Although she is remembered by some as a one-hit wonder, her singles "I Wish I Were a Princess" and "Hello Heartache, Goodbye Love" made the Top 30 in the United States, with the latter also reaching #29 on the UK Singles Chart. She recorded 18 singles for RCA between 1964 and 1971 and several albums as well, none of which charted in any serious way in the United States. She began making a strong presence in the European and Asian music markets, and she moved to Germany in 1969. Her commercial success in Germany continued through much of the 1970s and she also tried her luck in representing Germany in the Eurovision Song Contest in 1969, only to be placed second in the national final with the song "Hey! Das ist Musik für Dich". March made another Eurovision attempt in 1975, when she performed the Ralph Siegel composition "Alles geht vorüber" in the German national contest. Again she was placed second. (SOURCE: Wikipedia)
To see what Peggy March is doing these days go to her website: http://www.peggymarch.net/

UPDATE: Thank you Anonymous!


  1. Try Pandora Radio on the web. I listen to 30s,40s and 50s tunes, but I'm sure you'll find it. ;o)

  2. Anonymous3/12/2011

    They didn't get them all removed :)

  3. Until I heard the song at the end, I'd have said I didn't know it. Wrong! I was at art college in 1963, and more into Trad Jazz and Acker Bilk, but I do remember the song, even though it wasn't one of my favourites. Ah,me ! memories! :)

  4. Just listened to the link - wonderful! Same era as one of my favourites - Rhythm of the Rain by the Cascades. Oh joy!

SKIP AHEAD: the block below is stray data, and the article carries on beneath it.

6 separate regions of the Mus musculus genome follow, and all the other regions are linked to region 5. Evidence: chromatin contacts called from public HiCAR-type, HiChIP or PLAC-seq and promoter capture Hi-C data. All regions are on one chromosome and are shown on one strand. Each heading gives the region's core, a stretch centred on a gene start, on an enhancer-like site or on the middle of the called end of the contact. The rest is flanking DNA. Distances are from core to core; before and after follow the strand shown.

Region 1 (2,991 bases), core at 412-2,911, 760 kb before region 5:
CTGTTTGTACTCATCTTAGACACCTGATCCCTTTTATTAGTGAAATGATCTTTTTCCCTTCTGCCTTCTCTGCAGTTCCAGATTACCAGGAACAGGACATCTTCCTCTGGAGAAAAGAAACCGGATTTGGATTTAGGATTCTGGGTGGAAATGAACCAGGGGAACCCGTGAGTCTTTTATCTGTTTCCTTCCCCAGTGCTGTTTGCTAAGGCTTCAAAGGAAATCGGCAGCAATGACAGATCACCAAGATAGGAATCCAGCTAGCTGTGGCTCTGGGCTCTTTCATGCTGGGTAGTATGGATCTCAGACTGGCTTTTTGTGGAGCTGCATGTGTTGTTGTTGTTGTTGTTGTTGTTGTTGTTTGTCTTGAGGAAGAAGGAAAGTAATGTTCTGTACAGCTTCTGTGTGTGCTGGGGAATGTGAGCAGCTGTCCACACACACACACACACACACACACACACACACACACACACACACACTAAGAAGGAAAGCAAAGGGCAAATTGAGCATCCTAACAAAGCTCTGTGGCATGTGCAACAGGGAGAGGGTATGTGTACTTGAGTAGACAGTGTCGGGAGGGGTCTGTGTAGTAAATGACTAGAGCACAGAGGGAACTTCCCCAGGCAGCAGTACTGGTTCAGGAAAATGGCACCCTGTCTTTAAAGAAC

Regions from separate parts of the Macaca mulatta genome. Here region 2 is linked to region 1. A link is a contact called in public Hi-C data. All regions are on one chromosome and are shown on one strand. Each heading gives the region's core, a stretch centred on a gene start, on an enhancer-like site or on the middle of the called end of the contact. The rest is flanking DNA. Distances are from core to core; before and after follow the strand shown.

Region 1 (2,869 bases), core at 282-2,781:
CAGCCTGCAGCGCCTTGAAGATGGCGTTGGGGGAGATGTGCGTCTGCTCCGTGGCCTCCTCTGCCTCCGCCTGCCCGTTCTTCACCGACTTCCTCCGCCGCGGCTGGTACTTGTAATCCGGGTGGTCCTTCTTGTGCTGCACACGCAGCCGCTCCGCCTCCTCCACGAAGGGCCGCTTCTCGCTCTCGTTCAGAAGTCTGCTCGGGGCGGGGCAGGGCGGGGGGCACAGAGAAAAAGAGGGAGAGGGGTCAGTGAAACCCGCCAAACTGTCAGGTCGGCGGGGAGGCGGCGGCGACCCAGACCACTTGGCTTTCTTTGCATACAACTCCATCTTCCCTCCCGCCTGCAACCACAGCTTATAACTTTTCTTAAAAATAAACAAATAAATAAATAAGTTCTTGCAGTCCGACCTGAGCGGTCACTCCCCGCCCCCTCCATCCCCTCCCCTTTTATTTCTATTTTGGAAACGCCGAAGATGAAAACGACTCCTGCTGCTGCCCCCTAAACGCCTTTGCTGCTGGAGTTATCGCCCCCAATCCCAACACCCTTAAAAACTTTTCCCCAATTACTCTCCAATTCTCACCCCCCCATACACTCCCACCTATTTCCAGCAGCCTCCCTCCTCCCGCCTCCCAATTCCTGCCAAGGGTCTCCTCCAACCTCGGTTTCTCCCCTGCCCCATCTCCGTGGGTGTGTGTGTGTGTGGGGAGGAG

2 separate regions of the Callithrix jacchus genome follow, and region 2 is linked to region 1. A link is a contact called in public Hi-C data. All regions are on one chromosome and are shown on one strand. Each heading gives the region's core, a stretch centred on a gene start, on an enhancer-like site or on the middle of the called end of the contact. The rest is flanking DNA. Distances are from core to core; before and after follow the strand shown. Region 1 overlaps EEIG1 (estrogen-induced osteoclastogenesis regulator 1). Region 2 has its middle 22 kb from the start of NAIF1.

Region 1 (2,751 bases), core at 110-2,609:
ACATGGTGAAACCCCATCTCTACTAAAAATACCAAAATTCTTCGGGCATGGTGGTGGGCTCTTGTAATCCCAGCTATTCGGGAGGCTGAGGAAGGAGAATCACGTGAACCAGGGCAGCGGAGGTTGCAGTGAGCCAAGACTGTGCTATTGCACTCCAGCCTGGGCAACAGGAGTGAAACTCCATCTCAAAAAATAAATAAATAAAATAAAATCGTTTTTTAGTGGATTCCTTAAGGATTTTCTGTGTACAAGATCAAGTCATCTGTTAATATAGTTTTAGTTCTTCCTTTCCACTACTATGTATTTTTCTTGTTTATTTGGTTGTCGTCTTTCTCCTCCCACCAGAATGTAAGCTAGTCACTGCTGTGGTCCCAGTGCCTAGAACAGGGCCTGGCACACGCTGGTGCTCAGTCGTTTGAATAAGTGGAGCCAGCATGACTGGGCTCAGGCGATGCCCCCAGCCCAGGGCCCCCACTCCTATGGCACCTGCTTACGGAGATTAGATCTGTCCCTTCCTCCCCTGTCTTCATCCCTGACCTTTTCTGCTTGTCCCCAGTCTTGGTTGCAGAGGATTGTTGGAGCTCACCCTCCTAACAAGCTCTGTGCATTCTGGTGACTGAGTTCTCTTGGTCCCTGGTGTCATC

5. Fun stuff. I remember the days of Bobby Rydell and Ricky Nelson, before the British invasion. I loved I Will Follow Him when I was a kid, too!

  6. Little Peggy Marsh didn't make it over to the UK or at least not to my knowledge. Those singles were such fun though. I have my 'Matthew & Son' by Cat Stevens which was the first record I bought. I have to say it stands the test of time and also has quite a political message which pleases me no end!!

  7. This did have an appeal to me during it's heyday, more as a nascent music producer because I loved the SOUND of the record as much or more than the song.
    As stated in the article, she did have a second ( and third) chapter to her career after initially 'disappearing'; I've noticed many postings of her foreign language hits (mostly German as noted ...there's even German and French and Italian versions of 'I Will Follow Him' if I'm not mistaken) usually on Dutch or German Music Blogs or the Usenet. You'd have to be way more than just a casual music fan to have traced her career (which reminds me a lot of Connie Francis in it's longevity).

    Obviously, the SONG has had a revival, thanks to the use in Whoopi Goldberg's movie 'Sister Act' where it is transformed to a gospel-like rouser that's sung by nuns to the POPE (!) in the climactic finale. I'm sure that Peggy March was as surprised as anyone else to see it revived.

    Non sure, but I think it was written by those famous rippoff con-artists Hugo & Luigi, producers from the late 50s-early 60s for RCA & Roulette Records legally responsible for putting their names on an original song by Solomon Linda from South Africa called 'Mbube' (a/k/a 'Wimoweh') and calling it "The Lion Sleeps Tonight' and then reaping untold wealth for 40+ years from it's continued success as a copyright (first by the Tokens, then Robert John, several others and especially in the Lion King) until a suit in the early 21st century FINALLY brought some royalties to Solomon Linda's descendents.

  8. Oops! BTW, forgot to mentioned, I loved seeing both sides of the EP; I don't think I've EVER seen that one in all my years (50+) of collecting and working in record stores (new & used). Is THAT scan from YOUR original copy? Pretty cool if it is!

  9. Indeed the back is a scan of the EP. And yes, Hugo & Luigi have their logo on the actual record too. Click on the image of the record and you'll see they are credited with writing "...Princess."

    Thanks for the info about the song.

  10. Anonymous3/18/2014